As both businesses and society today continue to embrace digitisation at an uncontrollable rate; fighting financial crime, money laundering and the funding of criminal activity are all growing in importance. The global phenomenon of digitisation has led to an increase in wire banking, thus raising pressure on banks and financial institutions to monitor and detect suspicious activity to prevent it coming to fruition. It is therefore crucial that the banking system today adopts the latest tools for a mature digital service, which include self-learning capabilities that are able to quickly adapt to the ever-changing banking environment. The recent narrative has been primarily focused on regulators ramping up demands for greater scrutiny of transaction monitoring, as well as threatening to impose hefty fines on non-compliant banks. In Australia, for example,The Sydney Morning Herald recently reported that the Commonwealth Bank has come under extensive scrutiny following an internal review of the bank's breach of global anti-money laundering and counter-terrorism laws, with legal proceedings now being levelled against it.
The practical application of Artificial Intelligence (AI) by banks and financial service providers will be a hot topic in 2018. While seemingly a recent development, banks have in fact deployed AI to improve efficiency and lower costs for well over two decades. Starting with the use of Natural Language Processing (NLP) disciplines across several banking processes in the 1990s, the emergence of big-data and cloud computing drove the adoption of additional Machine Learning capabilities by banks. Robo advisors and fraud detection are two recent examples of AI applications in banking. Inflection Point Despite the long history of AI deployment, we are now at an inflection point in the transformation of banking.
The menace of trade-based money laundering (TBML) is an increasing, yet often under-reported, financial and reputational risk to banks and a growing concern to governments and regulators. Transnational crime is worth up to $2.2trn each year and much of it is facilitated by various forms of trade-based money laundering. A PWC report stated that 80 percent of illicit financial flows from developing countries are accomplished through trade-based money laundering. With sums of this magnitude, it is not surprising that banks, who are often the (unwitting) facilitators of this illegal activity, are coming under increasing pressure from regulators to take greater action to limit this growing international crime. For banks, TBML, disguised under the huge volumes of legitimate trade, is also extremely difficult to detect.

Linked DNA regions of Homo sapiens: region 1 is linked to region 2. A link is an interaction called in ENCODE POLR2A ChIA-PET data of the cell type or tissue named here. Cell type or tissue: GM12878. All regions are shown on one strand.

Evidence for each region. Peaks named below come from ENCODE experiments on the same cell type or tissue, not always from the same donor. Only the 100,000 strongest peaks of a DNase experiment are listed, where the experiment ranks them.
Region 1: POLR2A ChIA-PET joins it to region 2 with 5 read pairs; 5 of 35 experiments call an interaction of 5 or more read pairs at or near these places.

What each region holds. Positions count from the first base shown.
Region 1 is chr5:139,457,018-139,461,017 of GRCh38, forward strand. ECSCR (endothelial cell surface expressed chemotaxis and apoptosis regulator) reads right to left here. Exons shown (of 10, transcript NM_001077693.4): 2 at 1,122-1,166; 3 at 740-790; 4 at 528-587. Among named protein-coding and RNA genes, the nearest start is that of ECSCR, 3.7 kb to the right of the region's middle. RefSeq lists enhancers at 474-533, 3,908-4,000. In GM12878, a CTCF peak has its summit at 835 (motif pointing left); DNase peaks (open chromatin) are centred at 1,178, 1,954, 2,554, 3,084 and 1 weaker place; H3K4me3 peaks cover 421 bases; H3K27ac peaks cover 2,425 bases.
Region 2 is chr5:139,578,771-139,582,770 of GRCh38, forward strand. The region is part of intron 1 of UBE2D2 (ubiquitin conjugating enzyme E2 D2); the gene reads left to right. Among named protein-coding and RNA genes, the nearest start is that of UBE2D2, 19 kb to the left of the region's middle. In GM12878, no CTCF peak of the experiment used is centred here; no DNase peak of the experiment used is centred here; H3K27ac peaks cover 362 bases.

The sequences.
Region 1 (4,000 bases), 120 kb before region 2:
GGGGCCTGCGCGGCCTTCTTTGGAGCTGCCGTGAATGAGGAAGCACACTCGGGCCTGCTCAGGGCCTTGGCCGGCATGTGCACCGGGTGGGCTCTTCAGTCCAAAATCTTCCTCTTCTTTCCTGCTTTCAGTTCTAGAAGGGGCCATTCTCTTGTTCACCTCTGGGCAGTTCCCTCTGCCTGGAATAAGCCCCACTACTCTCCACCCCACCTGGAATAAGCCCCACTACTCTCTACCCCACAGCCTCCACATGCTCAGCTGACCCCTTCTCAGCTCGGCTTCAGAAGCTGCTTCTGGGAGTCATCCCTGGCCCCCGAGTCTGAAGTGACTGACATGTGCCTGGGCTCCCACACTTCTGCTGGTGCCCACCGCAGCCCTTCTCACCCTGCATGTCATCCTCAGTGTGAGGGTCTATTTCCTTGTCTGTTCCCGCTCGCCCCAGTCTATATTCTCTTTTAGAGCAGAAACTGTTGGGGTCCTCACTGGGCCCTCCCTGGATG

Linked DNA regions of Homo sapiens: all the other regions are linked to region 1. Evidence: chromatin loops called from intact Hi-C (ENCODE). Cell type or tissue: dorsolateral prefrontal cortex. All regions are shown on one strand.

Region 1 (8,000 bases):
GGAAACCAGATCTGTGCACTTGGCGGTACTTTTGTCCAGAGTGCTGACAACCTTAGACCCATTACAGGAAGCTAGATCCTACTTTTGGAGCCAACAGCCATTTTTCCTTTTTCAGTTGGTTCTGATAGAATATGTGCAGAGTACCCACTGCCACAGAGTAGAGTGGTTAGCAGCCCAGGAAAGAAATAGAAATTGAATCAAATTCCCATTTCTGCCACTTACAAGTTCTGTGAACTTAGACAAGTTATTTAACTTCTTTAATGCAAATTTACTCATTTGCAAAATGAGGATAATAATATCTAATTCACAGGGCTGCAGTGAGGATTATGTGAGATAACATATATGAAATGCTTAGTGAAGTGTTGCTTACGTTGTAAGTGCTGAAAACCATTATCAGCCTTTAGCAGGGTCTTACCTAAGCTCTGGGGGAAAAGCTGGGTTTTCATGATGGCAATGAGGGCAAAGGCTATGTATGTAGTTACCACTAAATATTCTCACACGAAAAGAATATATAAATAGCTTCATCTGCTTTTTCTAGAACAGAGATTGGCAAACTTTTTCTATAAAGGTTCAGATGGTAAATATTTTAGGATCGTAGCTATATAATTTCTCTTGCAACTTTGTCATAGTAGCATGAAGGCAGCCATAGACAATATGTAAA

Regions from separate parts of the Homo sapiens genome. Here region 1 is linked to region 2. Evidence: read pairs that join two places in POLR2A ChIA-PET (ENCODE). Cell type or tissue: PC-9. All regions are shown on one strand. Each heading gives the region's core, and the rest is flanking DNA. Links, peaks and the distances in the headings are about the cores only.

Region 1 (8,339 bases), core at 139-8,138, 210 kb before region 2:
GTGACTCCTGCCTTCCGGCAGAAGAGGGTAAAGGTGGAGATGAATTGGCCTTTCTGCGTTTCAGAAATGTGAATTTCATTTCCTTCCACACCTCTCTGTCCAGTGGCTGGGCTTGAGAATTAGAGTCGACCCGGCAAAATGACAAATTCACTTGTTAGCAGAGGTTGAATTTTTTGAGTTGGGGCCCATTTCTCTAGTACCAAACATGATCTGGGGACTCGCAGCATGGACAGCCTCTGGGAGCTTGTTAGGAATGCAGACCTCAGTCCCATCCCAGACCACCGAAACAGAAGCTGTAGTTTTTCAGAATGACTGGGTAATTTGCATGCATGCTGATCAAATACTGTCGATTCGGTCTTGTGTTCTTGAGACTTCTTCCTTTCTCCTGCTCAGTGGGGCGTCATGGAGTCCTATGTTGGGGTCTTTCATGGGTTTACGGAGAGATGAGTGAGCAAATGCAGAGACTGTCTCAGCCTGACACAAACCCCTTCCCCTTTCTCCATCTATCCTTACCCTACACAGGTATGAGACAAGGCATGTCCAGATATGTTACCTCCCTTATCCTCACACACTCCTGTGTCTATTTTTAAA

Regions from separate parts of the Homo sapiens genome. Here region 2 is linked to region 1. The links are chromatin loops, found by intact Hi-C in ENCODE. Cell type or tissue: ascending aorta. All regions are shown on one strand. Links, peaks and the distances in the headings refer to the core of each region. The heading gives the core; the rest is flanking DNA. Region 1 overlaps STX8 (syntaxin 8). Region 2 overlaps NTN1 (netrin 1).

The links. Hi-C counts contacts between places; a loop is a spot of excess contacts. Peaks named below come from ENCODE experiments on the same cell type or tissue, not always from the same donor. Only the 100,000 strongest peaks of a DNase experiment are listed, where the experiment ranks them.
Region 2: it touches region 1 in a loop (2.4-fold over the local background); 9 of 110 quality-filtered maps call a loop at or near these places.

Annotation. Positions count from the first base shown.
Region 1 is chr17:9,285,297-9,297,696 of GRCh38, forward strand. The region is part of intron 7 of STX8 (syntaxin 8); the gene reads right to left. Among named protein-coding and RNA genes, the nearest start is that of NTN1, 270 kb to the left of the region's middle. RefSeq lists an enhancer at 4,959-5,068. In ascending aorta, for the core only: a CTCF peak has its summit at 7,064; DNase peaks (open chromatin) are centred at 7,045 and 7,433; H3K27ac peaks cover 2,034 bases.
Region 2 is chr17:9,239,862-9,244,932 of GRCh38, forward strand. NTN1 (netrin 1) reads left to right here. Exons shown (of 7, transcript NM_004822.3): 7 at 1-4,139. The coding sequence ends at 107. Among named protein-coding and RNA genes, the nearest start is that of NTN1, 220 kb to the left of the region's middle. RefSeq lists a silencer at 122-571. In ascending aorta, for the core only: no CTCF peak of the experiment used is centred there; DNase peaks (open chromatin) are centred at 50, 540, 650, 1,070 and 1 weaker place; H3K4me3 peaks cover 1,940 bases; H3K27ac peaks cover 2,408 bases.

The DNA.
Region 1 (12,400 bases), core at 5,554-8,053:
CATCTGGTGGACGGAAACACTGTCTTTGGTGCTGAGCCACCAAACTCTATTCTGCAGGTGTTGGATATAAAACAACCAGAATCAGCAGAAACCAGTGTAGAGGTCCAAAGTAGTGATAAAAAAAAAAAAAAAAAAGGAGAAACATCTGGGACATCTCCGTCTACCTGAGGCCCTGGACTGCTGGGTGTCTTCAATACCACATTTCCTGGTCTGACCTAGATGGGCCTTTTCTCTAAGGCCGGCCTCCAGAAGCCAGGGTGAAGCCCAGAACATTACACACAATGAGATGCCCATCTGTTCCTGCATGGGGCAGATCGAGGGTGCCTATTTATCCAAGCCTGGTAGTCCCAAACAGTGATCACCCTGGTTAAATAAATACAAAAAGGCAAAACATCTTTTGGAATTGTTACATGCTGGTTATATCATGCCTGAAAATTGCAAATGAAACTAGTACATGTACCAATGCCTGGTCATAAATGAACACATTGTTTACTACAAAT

Temenos (SIX:TEMN), the banking software company, expanded its financial crime mitigation product to include an AI-based Suspicious Activity Prevention solution protecting banks and their customers from fraud. Demand for financial compliance and the increasing levels of financial crime are putting huge pressure on banks. Their legacy processes have grown so complex with a high level of manual work for screening alerts and other fraud mitigation activities. Each manual step is inefficient and prone to errors. High level of false positive rates exacerbate this problem.
Money laundering is a massive financial drain on the global economy. The amount worldwide is estimated at up to $2 trillion annually, or about 5% of global gross domestic product.1 In addition to its size, the complexity of fighting money laundering and complying with regulations has escalated. The increasing number of banking channels, digital payment networks and alternative avenues (casinos, virtual currencies, transaction laundering) keeps financial services executives up at night. Meanwhile, regulatory expectations are more demanding than ever.